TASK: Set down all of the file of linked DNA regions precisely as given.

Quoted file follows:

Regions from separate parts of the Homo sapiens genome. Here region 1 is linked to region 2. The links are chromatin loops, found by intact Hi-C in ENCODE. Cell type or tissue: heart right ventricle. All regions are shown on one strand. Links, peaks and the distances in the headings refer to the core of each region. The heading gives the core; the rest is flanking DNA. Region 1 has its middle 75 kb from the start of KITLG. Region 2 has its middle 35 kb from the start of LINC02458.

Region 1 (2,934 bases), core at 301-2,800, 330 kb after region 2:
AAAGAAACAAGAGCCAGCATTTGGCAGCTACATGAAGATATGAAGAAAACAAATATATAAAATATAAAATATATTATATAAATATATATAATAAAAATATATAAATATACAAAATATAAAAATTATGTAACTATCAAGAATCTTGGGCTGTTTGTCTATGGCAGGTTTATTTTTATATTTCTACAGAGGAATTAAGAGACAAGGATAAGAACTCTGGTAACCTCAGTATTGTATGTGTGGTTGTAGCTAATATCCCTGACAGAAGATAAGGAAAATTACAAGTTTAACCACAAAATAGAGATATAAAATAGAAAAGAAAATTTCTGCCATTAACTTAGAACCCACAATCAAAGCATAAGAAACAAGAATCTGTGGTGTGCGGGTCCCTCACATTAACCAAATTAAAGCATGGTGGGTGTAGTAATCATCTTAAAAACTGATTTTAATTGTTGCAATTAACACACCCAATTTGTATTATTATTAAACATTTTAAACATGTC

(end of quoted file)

Regions from separate parts of the Homo sapiens genome. Here region 1 is linked to region 2. The links are chromatin loops, found by intact Hi-C in ENCODE. Cell type or tissue: heart right ventricle. All regions are shown on one strand. Links, peaks and the distances in the headings refer to the core of each region. The heading gives the core; the rest is flanking DNA. Region 1 has its middle 75 kb from the start of KITLG. Region 2 has its middle 35 kb from the start of LINC02458.

Region 1 (2,934 bases), core at 301-2,800, 330 kb after region 2:
AAAGAAACAAGAGCCAGCATTTGGCAGCTACATGAAGATATGAAGAAAACAAATATATAAAATATAAAATATATTATATAAATATATATAATAAAAATATATAAATATACAAAATATAAAAATTATGTAACTATCAAGAATCTTGGGCTGTTTGTCTATGGCAGGTTTATTTTTATATTTCTACAGAGGAATTAAGAGACAAGGATAAGAACTCTGGTAACCTCAGTATTGTATGTGTGGTTGTAGCTAATATCCCTGACAGAAGATAAGGAAAATTACAAGTTTAACCACAAAATAGAGATATAAAATAGAAAAGAAAATTTCTGCCATTAACTTAGAACCCACAATCAAAGCATAAGAAACAAGAATCTGTGGTGTGCGGGTCCCTCACATTAACCAAATTAAAGCATGGTGGGTGTAGTAATCATCTTAAAAACTGATTTTAATTGTTGCAATTAACACACCCAATTTGTATTATTATTAAACATTTTAAACATGTC